A snipey muzzle in dogs is something to be aware of, especially if you are planning to breed dogs or enter the show ring business. Even if you plan to use your dog as a hunting partner, you should be aware of snipey muzzles and how they may impact your dog's ability to perform the tasks he was bred for.
While dogs don't have to balance their checkbooks or go through divorces, their life can be multifaceted with a variety of stressors. Perhaps, a new dog moved in the neighborhood and is barking all day, a new baby is in the house or there was a recent move.
Dogs can't tell us verbally that they are stressed, but many times the first indicator is tummy trouble, which leads to a bout of colitis.
As the term implies, colitis is simply the inflammation of the dog's colon, the last part of the dog's intestine. It typically causes increased bowel movements, with initially a large volume of stools, followed then by diarrhea with mucus and perhaps a few drops of blood at the end, and afterward, straining to just produce a few drops (which is often confused with constipation).
The stool of dogs with colitis starts off a bit soft, and then turns pudding-like and gelatinous as it progresses. Orange stools may be seen and this often due to the lack of sufficient bile staining the dog's stool.
Under normal circumstances, bile is added in the small intestine and then, as the stool transits to the large intestine and then out, the bile is absorbed and will turn stool into its popular brown color. However, in a dog with colitis, since the stools pass through the intestinal tract too rapidly, they don't have time to turn brown and rather remain on the orange side.
A Gallbladder Issue
As seen, when a dog's stools are orange, it's often suggestive of an issue with bile. In the above case of colitis, the rapid transit of stools prevents them from absorbing sufficient bile to tinge them brown.
Now, another possibility for orange stools is an actual lack of bile production which can happen when the dog's body fails to make enough of it. This can happen with a gallbladder issue. Let's take a closer insight on what happens.
Bile is a yellow substance that is produced by the dog's liver and is stored by the gallbladder, a small hollow organ that sits just under the dog's liver. When a dog is digesting food, the liver contracts causing the gallbladder to empty through the bile duct into the dog's small intestines, where it travels through the large intestines and then out in the dog's stool.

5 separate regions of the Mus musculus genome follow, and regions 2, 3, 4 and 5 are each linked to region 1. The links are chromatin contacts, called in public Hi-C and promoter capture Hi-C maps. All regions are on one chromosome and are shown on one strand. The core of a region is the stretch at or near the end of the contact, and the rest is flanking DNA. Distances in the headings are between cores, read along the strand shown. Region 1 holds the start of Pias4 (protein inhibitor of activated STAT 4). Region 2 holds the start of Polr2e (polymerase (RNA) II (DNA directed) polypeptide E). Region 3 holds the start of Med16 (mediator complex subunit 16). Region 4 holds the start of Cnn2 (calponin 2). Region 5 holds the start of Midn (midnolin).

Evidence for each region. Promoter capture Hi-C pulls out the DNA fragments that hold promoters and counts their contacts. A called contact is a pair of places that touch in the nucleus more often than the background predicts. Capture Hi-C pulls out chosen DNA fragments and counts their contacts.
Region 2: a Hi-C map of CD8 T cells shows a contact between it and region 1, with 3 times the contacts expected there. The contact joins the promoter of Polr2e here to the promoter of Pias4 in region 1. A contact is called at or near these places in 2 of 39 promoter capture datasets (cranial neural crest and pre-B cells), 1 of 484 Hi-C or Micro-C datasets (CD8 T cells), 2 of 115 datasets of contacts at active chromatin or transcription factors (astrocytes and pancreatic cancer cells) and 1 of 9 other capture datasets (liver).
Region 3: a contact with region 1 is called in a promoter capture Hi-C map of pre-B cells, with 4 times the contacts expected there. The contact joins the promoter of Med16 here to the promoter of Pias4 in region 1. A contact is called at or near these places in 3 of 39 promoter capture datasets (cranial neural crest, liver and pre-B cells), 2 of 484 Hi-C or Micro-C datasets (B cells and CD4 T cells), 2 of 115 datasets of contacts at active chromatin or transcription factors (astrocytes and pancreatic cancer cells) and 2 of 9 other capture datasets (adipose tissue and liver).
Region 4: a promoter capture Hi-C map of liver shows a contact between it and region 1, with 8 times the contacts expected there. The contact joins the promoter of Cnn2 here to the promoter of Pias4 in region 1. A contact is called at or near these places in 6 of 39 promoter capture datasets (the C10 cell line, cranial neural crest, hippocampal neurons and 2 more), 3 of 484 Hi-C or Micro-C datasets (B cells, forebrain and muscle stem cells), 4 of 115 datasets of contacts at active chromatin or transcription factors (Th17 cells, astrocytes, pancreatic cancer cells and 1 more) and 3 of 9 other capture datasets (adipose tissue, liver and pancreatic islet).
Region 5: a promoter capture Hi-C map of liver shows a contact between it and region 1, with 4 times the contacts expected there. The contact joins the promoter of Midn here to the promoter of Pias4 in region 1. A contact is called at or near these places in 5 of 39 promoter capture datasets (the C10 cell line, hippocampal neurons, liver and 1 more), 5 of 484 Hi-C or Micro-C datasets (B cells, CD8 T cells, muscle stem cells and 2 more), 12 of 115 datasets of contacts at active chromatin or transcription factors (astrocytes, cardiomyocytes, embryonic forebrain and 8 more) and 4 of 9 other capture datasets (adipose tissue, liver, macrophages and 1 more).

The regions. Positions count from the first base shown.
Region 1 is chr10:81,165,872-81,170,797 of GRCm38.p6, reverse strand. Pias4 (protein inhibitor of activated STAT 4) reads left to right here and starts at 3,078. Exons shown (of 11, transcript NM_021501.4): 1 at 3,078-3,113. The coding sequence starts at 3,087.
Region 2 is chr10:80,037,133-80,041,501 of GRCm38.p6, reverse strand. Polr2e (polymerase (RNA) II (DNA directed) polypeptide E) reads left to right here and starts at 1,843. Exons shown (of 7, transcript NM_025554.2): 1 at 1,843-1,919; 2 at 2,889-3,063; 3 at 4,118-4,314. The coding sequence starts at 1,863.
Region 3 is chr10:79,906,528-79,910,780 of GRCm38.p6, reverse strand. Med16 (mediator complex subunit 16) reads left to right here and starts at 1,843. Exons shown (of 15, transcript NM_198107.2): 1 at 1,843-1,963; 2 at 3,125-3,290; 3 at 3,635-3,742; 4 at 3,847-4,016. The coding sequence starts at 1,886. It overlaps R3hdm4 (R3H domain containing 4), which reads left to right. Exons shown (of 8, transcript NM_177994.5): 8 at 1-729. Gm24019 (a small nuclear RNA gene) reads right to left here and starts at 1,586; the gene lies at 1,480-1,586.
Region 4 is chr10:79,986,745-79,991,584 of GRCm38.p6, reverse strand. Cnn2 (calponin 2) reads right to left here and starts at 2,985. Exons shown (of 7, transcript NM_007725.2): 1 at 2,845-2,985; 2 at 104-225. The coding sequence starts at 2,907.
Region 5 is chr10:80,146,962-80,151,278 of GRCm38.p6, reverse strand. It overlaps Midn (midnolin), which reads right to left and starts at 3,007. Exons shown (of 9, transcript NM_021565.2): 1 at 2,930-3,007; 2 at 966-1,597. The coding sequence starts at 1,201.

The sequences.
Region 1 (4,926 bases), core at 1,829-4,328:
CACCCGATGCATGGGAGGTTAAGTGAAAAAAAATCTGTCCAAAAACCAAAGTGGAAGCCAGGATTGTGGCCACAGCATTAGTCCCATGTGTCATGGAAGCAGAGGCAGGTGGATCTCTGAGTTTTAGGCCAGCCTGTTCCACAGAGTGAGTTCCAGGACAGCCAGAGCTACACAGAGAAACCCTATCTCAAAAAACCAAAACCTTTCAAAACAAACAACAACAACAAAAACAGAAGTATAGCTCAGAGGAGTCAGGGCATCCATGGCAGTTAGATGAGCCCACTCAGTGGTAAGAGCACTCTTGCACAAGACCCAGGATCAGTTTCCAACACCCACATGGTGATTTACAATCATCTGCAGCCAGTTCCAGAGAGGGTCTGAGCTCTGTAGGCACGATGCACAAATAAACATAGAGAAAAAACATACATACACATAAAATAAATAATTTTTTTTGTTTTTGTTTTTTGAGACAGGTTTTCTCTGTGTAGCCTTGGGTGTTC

When the bile duct becomes blocked though, the yellow bile fails to be produced preventing it from being absorbed by the dog's feces. This, therefore, prevents the dog's stool from assuming its characteristic brown color and orange stools may be the result.
The medical term for an obstruction of the bile duct, which prevents the normal flow of bile from the liver to the duodenum, is cholestasis. Blockages of the dog's bile duct preventing bile from not making its way into the intestines, may occur as a result of presence of gallstones, inflammation, a gallbladder mucocele, gallbladder cysts or tumors.
Destruction of Red Blood Cells
Sometimes, orange stools may be indicative of hemolysis, the destruction of red blood cells in the body. This can be seen in autoimmune conditions conditions such as autoimmune hemolytic anemia or thrombocytopenia.
The stools in such a case become discolored due to the presence of hemoglobin being released from the massive destruction of red blood cells. Affected dogs are typically weak, have pale gums and are very lethargic.
Problems with the Liver
In some cases, bright orange stools in dogs can be due to underlying problems with the dog's liver. Problems with the production of bile occurring secondarily to liver disease may likely be the underlying cause for the orange stool.
Liver disease in dogs may stem from a variety of causes including infections, toxins, the natural process of aging and even cancer.
Because the liver plays a big role in the dog's body, its malfunction can lead to a build-up of toxins in the dog's bloodstream.
As liver disease progresses, affected dogs typically develop lack of appetite, weakness, vomiting. If the vet suspects a problem with the dog's liver, he or she may request blood work, x-rays and an ultrasound.